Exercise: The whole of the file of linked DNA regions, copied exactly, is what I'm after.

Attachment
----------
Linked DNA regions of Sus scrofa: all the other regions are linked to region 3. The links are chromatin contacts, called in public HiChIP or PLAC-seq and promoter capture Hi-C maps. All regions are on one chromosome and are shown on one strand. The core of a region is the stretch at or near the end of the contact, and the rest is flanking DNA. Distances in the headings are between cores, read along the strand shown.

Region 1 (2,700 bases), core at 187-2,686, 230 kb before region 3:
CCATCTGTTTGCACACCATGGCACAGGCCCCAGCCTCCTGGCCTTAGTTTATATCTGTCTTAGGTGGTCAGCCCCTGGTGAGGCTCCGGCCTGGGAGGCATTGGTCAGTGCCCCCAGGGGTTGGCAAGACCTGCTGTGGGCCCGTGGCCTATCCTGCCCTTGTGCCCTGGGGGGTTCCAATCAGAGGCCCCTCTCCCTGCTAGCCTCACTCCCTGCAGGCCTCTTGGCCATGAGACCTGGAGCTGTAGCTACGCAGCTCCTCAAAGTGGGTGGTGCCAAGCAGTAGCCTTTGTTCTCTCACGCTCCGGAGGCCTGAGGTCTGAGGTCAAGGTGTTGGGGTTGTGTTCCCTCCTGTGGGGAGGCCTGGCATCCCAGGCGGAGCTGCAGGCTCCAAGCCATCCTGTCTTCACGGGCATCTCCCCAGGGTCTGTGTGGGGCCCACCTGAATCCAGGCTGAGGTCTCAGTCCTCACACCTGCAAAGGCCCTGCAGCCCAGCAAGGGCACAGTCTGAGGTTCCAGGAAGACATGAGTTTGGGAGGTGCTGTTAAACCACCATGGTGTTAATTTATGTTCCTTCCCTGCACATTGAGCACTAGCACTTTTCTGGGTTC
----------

Linked DNA regions of Sus scrofa: all the other regions are linked to region 3. The links are chromatin contacts, called in public HiChIP or PLAC-seq and promoter capture Hi-C maps. All regions are on one chromosome and are shown on one strand. The core of a region is the stretch at or near the end of the contact, and the rest is flanking DNA. Distances in the headings are between cores, read along the strand shown.

Region 1 (2,700 bases), core at 187-2,686, 230 kb before region 3:
CCATCTGTTTGCACACCATGGCACAGGCCCCAGCCTCCTGGCCTTAGTTTATATCTGTCTTAGGTGGTCAGCCCCTGGTGAGGCTCCGGCCTGGGAGGCATTGGTCAGTGCCCCCAGGGGTTGGCAAGACCTGCTGTGGGCCCGTGGCCTATCCTGCCCTTGTGCCCTGGGGGGTTCCAATCAGAGGCCCCTCTCCCTGCTAGCCTCACTCCCTGCAGGCCTCTTGGCCATGAGACCTGGAGCTGTAGCTACGCAGCTCCTCAAAGTGGGTGGTGCCAAGCAGTAGCCTTTGTTCTCTCACGCTCCGGAGGCCTGAGGTCTGAGGTCAAGGTGTTGGGGTTGTGTTCCCTCCTGTGGGGAGGCCTGGCATCCCAGGCGGAGCTGCAGGCTCCAAGCCATCCTGTCTTCACGGGCATCTCCCCAGGGTCTGTGTGGGGCCCACCTGAATCCAGGCTGAGGTCTCAGTCCTCACACCTGCAAAGGCCCTGCAGCCCAGCAAGGGCACAGTCTGAGGTTCCAGGAAGACATGAGTTTGGGAGGTGCTGTTAAACCACCATGGTGTTAATTTATGTTCCTTCCCTGCACATTGAGCACTAGCACTTTTCTGGGTTC